Earthings, a novel by Sayaka Murata is the second title translated from Japanese to English by the author. Convenience Store Woman, (the other title) has the similar tone and ease of readability as Earthlings, however, Earthlings explores far darker corners of what it means to be a member of civilized society here on planet earth.
The first decade of Natsuki’s life was relatively unremarkable, save for an emotionally unavailable father, and a verbally abusive mother and older sister. Two egregious events occur for Natsuki in middle school, which changes the course of her life. She falls into her own thoughts, having constructed a belief that she is, indeed, an alien, and her stuffed hedgehog, Piyyut, keeps her informed of what she must do for her home planet. She complies, hoping to one day return home.
Fast-forward 23 years, and Natsuki is secretly living her life on the fringes of society, still somewhat clinging to her childhood fantasy, but masks her beliefs in a faux marriage with a man who shares similar beliefs about all of the “pointless” expectations of society. An unlikely pairing of Natsuki, her husband, and her cousin (with whom she has a checkered past), decide to form their own reality, which goes entirely against the grain of societal standards.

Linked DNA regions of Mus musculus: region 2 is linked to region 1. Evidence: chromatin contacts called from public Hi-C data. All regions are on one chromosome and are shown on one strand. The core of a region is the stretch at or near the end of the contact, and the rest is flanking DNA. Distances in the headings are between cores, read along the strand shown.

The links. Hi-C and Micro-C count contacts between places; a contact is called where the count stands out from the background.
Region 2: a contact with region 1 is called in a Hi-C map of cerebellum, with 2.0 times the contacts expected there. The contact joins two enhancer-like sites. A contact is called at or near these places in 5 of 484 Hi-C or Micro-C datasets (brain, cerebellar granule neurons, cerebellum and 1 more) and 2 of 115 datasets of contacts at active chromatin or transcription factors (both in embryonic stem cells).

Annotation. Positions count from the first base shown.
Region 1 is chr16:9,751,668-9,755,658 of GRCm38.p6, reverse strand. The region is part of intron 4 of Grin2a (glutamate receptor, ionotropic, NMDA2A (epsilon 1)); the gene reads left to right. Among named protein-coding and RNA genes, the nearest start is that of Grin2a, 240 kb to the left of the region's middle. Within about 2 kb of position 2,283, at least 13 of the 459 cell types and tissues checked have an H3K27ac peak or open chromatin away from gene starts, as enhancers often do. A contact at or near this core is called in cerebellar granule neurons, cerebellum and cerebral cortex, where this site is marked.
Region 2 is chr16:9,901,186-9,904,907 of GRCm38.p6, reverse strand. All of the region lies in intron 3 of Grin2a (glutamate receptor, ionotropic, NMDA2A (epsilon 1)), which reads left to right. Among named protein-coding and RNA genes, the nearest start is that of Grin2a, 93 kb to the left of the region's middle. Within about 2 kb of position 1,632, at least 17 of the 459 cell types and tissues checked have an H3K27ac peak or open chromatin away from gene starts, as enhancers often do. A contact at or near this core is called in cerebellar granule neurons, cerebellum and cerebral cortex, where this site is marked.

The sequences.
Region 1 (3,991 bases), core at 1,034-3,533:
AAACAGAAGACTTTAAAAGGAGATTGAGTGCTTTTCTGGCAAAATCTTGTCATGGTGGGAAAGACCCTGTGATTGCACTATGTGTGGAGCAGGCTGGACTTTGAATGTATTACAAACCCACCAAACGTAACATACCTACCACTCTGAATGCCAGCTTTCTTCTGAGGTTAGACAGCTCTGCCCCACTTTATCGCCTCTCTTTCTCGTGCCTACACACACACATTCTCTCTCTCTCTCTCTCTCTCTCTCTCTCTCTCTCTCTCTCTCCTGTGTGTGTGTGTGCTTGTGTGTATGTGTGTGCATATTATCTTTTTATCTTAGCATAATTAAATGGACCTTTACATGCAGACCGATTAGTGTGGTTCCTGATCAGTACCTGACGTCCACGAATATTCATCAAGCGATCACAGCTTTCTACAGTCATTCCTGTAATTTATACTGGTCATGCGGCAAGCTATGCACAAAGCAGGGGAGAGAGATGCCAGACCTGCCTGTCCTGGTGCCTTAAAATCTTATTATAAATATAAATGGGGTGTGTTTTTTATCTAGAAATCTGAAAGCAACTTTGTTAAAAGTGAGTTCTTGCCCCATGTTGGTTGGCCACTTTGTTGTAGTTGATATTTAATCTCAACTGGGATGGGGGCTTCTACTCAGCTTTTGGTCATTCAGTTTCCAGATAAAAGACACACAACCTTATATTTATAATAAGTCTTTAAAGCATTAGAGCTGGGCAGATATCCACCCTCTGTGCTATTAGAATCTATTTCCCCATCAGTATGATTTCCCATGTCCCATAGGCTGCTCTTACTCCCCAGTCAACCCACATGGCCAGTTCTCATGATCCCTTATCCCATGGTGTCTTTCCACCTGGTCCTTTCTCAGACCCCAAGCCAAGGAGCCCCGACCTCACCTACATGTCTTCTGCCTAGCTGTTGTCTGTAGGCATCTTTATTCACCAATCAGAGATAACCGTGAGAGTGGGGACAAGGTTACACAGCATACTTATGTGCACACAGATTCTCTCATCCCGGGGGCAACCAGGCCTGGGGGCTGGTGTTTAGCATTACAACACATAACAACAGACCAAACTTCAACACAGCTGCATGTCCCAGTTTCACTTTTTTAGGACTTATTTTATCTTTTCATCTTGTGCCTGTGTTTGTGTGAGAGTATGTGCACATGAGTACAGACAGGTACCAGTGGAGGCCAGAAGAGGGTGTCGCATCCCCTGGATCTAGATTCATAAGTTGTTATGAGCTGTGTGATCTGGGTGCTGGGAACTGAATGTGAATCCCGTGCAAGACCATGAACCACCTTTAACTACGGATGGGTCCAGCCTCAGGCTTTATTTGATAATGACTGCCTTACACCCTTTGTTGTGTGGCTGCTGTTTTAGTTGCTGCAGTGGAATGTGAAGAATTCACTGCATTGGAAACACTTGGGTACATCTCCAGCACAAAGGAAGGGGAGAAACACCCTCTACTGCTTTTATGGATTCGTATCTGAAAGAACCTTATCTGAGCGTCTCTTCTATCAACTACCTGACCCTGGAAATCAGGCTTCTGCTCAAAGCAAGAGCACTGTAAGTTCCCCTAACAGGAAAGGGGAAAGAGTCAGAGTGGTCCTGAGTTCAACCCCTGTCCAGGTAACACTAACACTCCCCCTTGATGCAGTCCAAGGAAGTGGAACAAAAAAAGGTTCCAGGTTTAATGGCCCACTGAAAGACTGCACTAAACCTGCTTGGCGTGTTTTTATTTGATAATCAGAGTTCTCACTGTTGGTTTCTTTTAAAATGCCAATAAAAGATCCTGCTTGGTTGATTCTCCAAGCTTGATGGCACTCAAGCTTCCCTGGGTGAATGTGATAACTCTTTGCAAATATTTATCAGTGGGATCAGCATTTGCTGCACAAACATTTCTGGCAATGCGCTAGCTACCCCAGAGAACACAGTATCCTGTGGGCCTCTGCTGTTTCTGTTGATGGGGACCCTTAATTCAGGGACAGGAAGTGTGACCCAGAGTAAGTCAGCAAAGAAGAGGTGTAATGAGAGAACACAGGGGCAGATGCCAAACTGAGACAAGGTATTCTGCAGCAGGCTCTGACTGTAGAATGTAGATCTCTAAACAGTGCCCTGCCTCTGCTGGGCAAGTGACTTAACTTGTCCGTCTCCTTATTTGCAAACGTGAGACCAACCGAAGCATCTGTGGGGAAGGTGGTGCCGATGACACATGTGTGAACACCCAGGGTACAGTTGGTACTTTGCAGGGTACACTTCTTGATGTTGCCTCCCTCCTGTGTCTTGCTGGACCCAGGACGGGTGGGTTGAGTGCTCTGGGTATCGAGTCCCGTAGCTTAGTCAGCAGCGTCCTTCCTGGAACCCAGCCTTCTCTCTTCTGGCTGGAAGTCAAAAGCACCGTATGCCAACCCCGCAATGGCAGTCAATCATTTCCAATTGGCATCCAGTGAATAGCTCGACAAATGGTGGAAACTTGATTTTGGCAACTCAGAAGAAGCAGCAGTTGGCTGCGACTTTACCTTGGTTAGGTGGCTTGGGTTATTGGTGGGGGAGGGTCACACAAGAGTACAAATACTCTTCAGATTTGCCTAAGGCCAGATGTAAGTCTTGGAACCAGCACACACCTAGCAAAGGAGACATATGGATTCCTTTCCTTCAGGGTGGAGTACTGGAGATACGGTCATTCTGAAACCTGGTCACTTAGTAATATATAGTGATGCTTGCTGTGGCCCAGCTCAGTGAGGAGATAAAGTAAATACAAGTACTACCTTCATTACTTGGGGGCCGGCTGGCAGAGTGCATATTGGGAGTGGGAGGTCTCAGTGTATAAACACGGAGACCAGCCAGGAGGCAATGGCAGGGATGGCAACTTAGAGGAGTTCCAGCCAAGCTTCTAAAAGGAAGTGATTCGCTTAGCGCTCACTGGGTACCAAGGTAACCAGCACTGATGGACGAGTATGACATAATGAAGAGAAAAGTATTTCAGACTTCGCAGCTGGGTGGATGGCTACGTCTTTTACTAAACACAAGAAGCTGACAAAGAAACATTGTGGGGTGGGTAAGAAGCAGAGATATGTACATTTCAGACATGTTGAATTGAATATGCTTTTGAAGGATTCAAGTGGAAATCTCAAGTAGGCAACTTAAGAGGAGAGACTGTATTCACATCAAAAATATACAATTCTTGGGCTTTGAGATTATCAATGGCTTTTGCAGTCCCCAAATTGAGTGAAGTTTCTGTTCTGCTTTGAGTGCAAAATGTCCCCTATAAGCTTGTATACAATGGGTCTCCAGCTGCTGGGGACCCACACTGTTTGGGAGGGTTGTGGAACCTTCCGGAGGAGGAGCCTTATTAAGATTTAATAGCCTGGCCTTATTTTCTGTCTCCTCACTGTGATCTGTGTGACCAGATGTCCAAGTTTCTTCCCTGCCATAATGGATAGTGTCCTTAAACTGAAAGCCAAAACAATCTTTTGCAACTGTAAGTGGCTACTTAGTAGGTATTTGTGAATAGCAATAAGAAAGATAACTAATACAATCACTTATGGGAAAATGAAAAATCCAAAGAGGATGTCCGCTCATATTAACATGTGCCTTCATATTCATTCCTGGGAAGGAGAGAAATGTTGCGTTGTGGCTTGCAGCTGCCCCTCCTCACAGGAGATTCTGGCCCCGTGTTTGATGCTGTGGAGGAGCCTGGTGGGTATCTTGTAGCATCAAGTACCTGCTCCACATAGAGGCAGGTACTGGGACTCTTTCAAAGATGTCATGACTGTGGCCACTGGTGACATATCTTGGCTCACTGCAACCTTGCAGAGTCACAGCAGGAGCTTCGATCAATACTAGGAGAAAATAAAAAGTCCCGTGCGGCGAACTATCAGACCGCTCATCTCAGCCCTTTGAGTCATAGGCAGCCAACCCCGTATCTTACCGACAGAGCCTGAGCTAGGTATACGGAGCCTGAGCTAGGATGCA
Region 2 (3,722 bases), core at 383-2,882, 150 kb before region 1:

In the final act of the book, things quickly spiral out of control in a most horrific sequence of events, which will likely leave readers shocked and perhaps uncertain as to how to feel.
This book explores an extreme, at times satirical perspective on the horrors of what can follow child abuse, as well as other ignored and untreated emotional wounds. Despite her actions throughout the book, Natsuki is hurt, and lost, and feels unloved. She feels continually more rejected by society, as she gets older, and feels less interested in what it has to offer. While a lot of she and her husband’s thoughts and ideas are fringe at best, and downright maniacal at worst, many of her other thoughts are poignant, and worth exploring with concern to one’s own place in humanity.
This book is well written, and easy to read, but at times can be difficult to stomach.